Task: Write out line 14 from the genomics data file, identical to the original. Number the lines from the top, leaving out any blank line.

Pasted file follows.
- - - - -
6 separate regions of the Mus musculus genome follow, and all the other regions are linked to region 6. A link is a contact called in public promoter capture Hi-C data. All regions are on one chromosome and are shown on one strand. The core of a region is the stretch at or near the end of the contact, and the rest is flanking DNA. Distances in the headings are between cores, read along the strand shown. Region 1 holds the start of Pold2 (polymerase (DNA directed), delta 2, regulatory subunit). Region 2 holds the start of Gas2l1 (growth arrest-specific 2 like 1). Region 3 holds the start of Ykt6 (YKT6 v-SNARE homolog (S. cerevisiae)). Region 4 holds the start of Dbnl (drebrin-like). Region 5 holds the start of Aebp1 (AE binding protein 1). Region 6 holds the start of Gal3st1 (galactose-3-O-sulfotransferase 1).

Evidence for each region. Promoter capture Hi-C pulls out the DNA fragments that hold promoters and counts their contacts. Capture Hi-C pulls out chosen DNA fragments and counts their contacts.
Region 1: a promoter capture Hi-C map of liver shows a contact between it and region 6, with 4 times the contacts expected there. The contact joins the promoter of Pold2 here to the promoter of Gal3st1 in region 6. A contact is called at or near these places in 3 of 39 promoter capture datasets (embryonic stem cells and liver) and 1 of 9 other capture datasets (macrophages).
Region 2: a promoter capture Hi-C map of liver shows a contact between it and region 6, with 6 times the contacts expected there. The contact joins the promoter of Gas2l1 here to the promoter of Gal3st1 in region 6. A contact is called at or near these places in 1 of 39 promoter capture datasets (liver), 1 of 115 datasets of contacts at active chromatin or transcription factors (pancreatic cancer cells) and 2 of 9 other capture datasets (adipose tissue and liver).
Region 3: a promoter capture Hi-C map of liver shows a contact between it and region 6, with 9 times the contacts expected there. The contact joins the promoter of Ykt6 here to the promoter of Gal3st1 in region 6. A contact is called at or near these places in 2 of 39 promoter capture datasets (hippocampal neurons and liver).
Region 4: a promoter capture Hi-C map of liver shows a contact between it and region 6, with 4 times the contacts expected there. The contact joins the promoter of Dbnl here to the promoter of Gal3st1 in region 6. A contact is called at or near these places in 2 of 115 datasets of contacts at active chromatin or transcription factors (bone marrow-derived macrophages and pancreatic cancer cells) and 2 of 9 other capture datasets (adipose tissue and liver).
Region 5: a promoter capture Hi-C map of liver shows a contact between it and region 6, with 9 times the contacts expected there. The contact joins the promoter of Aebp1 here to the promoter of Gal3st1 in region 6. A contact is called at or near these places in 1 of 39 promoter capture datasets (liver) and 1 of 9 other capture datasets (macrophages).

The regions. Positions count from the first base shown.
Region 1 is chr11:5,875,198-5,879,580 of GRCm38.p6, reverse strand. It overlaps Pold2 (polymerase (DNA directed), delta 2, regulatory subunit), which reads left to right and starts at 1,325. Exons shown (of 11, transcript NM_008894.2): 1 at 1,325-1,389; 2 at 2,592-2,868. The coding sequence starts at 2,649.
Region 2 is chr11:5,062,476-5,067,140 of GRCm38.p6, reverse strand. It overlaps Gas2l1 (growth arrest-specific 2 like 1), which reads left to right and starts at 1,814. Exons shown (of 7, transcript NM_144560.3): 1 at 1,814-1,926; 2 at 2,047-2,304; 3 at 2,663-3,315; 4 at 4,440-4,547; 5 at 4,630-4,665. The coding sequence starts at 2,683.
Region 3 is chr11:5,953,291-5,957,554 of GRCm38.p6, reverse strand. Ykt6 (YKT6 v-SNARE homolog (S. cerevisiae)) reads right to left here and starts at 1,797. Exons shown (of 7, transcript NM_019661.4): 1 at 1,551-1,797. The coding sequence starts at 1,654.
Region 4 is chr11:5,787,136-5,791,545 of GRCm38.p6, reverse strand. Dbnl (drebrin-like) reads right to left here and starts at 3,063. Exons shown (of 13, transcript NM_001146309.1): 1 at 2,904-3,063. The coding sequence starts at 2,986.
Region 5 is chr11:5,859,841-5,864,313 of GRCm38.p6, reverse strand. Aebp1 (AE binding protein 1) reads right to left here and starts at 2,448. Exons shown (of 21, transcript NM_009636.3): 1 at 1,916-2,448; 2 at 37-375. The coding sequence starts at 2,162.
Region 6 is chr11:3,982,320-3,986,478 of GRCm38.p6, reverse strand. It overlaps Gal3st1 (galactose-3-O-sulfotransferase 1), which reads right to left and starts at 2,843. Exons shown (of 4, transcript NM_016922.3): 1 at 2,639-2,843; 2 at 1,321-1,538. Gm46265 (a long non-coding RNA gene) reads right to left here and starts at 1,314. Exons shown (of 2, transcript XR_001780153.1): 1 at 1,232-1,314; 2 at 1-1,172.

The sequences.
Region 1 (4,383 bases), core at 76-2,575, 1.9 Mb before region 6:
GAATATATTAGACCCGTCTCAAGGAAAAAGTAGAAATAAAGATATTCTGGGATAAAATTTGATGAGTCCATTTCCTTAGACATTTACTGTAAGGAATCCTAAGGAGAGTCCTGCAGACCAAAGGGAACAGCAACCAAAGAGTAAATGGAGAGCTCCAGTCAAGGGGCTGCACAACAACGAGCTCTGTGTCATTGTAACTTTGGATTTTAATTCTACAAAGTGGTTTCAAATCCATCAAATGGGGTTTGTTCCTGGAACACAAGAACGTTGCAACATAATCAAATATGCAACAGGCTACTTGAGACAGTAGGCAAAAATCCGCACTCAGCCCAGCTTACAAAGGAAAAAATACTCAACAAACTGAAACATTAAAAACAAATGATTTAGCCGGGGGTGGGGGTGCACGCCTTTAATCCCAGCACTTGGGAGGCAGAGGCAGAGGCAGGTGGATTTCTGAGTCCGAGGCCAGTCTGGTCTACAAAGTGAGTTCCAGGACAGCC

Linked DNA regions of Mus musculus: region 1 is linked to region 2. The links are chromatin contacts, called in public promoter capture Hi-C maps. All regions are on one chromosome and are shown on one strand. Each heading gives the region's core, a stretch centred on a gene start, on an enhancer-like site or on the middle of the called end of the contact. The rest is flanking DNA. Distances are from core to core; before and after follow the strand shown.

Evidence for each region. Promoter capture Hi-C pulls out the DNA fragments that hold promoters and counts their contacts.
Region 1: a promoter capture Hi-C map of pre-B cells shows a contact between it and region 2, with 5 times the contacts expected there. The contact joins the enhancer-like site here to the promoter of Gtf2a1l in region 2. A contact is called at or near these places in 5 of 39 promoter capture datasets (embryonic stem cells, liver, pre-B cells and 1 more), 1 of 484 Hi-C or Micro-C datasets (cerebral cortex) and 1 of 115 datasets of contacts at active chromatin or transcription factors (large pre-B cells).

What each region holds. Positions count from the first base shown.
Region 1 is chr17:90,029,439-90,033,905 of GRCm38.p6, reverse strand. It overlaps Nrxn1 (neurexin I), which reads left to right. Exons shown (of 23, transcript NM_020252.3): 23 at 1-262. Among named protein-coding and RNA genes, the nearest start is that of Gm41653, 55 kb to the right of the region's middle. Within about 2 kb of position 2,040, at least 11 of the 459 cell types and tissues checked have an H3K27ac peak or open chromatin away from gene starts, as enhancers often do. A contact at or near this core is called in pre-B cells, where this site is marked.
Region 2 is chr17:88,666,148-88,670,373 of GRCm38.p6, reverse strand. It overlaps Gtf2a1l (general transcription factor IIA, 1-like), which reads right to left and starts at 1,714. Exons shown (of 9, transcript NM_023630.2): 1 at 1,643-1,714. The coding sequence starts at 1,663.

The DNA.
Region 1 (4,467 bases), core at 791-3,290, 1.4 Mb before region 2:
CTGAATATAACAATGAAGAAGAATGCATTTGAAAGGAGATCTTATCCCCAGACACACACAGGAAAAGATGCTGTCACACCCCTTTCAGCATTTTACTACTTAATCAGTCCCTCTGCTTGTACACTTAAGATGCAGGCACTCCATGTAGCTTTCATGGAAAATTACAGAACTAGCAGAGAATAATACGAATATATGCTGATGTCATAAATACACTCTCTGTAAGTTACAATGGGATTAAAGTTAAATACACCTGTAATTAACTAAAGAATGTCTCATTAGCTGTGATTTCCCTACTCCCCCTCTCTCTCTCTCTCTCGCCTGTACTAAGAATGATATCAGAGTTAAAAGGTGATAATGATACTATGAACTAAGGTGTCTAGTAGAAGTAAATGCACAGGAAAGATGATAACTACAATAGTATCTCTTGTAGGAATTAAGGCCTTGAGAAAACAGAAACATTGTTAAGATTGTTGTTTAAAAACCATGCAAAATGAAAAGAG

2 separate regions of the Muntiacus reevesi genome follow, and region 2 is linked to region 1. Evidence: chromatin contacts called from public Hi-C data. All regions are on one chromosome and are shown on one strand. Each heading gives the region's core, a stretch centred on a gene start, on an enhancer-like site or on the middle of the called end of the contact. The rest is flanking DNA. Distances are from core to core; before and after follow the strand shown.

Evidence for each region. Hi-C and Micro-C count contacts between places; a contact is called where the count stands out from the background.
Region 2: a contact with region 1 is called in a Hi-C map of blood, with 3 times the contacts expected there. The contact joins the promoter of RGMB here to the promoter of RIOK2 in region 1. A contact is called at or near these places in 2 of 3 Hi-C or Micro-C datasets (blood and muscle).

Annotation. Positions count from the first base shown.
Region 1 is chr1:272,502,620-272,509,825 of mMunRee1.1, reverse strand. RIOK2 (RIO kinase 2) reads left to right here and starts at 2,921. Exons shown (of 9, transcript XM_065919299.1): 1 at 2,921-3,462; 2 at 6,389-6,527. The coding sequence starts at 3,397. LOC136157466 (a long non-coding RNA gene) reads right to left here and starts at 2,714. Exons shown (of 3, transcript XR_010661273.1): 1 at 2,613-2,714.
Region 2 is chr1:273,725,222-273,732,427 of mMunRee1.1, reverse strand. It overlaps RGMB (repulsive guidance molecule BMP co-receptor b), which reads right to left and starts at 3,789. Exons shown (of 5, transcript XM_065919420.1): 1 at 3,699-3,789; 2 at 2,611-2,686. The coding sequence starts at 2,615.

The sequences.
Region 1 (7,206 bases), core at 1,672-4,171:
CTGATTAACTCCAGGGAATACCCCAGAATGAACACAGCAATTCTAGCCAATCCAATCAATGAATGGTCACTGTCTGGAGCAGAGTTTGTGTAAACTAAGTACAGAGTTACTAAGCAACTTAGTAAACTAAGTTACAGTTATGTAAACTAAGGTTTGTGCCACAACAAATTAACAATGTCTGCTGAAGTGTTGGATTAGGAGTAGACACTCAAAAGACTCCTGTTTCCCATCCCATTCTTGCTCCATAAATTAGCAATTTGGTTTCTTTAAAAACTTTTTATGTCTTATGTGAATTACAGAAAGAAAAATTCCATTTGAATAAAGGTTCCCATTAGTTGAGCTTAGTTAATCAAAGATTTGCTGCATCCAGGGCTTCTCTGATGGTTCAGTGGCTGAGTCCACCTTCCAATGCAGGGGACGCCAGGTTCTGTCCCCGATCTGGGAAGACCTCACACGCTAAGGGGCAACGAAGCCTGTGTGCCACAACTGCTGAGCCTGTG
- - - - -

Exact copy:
Region 6 is chr11:3,982,320-3,986,478 of GRCm38.p6, reverse strand. It overlaps Gal3st1 (galactose-3-O-sulfotransferase 1), which reads right to left and starts at 2,843. Exons shown (of 4, transcript NM_016922.3): 1 at 2,639-2,843; 2 at 1,321-1,538. Gm46265 (a long non-coding RNA gene) reads right to left here and starts at 1,314. Exons shown (of 2, transcript XR_001780153.1): 1 at 1,232-1,314; 2 at 1-1,172.